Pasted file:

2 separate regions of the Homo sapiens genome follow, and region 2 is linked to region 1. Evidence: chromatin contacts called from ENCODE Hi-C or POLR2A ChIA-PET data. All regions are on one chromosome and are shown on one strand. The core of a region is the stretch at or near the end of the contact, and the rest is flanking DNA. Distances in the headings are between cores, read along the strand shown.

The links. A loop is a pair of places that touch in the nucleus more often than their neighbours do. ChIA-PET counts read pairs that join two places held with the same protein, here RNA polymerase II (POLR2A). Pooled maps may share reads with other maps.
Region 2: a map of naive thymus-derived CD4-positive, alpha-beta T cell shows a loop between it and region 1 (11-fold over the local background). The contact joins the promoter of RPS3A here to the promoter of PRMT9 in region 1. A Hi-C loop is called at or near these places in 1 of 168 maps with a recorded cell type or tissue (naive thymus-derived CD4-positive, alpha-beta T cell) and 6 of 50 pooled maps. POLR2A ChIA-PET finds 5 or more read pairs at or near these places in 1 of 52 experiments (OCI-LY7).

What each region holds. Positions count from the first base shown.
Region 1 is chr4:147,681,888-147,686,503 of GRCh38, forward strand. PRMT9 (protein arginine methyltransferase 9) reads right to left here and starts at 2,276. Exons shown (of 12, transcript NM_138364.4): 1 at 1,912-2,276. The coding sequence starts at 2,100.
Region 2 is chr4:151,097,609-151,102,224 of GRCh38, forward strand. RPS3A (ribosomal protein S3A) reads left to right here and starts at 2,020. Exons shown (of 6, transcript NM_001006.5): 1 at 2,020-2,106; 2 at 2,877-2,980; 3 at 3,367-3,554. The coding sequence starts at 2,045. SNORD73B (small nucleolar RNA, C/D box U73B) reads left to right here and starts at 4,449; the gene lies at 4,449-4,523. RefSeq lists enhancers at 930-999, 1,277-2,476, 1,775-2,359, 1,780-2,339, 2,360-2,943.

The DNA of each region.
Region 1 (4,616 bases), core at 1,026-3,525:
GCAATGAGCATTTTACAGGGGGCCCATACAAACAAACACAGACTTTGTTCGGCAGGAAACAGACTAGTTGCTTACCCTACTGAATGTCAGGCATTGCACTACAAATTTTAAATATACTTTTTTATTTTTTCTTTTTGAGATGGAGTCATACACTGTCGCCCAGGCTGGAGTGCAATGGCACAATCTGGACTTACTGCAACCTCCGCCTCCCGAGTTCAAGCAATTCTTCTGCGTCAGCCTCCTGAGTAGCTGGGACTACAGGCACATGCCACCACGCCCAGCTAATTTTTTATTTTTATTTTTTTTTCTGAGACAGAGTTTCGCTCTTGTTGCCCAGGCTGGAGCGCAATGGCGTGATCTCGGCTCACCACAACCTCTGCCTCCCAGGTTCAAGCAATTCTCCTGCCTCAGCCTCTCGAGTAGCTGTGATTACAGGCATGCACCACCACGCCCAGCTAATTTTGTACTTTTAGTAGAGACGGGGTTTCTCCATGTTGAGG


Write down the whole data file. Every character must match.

2 separate regions of the Homo sapiens genome follow, and region 2 is linked to region 1. Evidence: chromatin contacts called from ENCODE Hi-C or POLR2A ChIA-PET data. All regions are on one chromosome and are shown on one strand. The core of a region is the stretch at or near the end of the contact, and the rest is flanking DNA. Distances in the headings are between cores, read along the strand shown.

The links. A loop is a pair of places that touch in the nucleus more often than their neighbours do. ChIA-PET counts read pairs that join two places held with the same protein, here RNA polymerase II (POLR2A). Pooled maps may share reads with other maps.
Region 2: a map of naive thymus-derived CD4-positive, alpha-beta T cell shows a loop between it and region 1 (11-fold over the local background). The contact joins the promoter of RPS3A here to the promoter of PRMT9 in region 1. A Hi-C loop is called at or near these places in 1 of 168 maps with a recorded cell type or tissue (naive thymus-derived CD4-positive, alpha-beta T cell) and 6 of 50 pooled maps. POLR2A ChIA-PET finds 5 or more read pairs at or near these places in 1 of 52 experiments (OCI-LY7).

What each region holds. Positions count from the first base shown.
Region 1 is chr4:147,681,888-147,686,503 of GRCh38, forward strand. PRMT9 (protein arginine methyltransferase 9) reads right to left here and starts at 2,276. Exons shown (of 12, transcript NM_138364.4): 1 at 1,912-2,276. The coding sequence starts at 2,100.
Region 2 is chr4:151,097,609-151,102,224 of GRCh38, forward strand. RPS3A (ribosomal protein S3A) reads left to right here and starts at 2,020. Exons shown (of 6, transcript NM_001006.5): 1 at 2,020-2,106; 2 at 2,877-2,980; 3 at 3,367-3,554. The coding sequence starts at 2,045. SNORD73B (small nucleolar RNA, C/D box U73B) reads left to right here and starts at 4,449; the gene lies at 4,449-4,523. RefSeq lists enhancers at 930-999, 1,277-2,476, 1,775-2,359, 1,780-2,339, 2,360-2,943.

The DNA of each region.
Region 1 (4,616 bases), core at 1,026-3,525:
GCAATGAGCATTTTACAGGGGGCCCATACAAACAAACACAGACTTTGTTCGGCAGGAAACAGACTAGTTGCTTACCCTACTGAATGTCAGGCATTGCACTACAAATTTTAAATATACTTTTTTATTTTTTCTTTTTGAGATGGAGTCATACACTGTCGCCCAGGCTGGAGTGCAATGGCACAATCTGGACTTACTGCAACCTCCGCCTCCCGAGTTCAAGCAATTCTTCTGCGTCAGCCTCCTGAGTAGCTGGGACTACAGGCACATGCCACCACGCCCAGCTAATTTTTTATTTTTATTTTTTTTTCTGAGACAGAGTTTCGCTCTTGTTGCCCAGGCTGGAGCGCAATGGCGTGATCTCGGCTCACCACAACCTCTGCCTCCCAGGTTCAAGCAATTCTCCTGCCTCAGCCTCTCGAGTAGCTGTGATTACAGGCATGCACCACCACGCCCAGCTAATTTTGTACTTTTAGTAGAGACGGGGTTTCTCCATGTTGAGG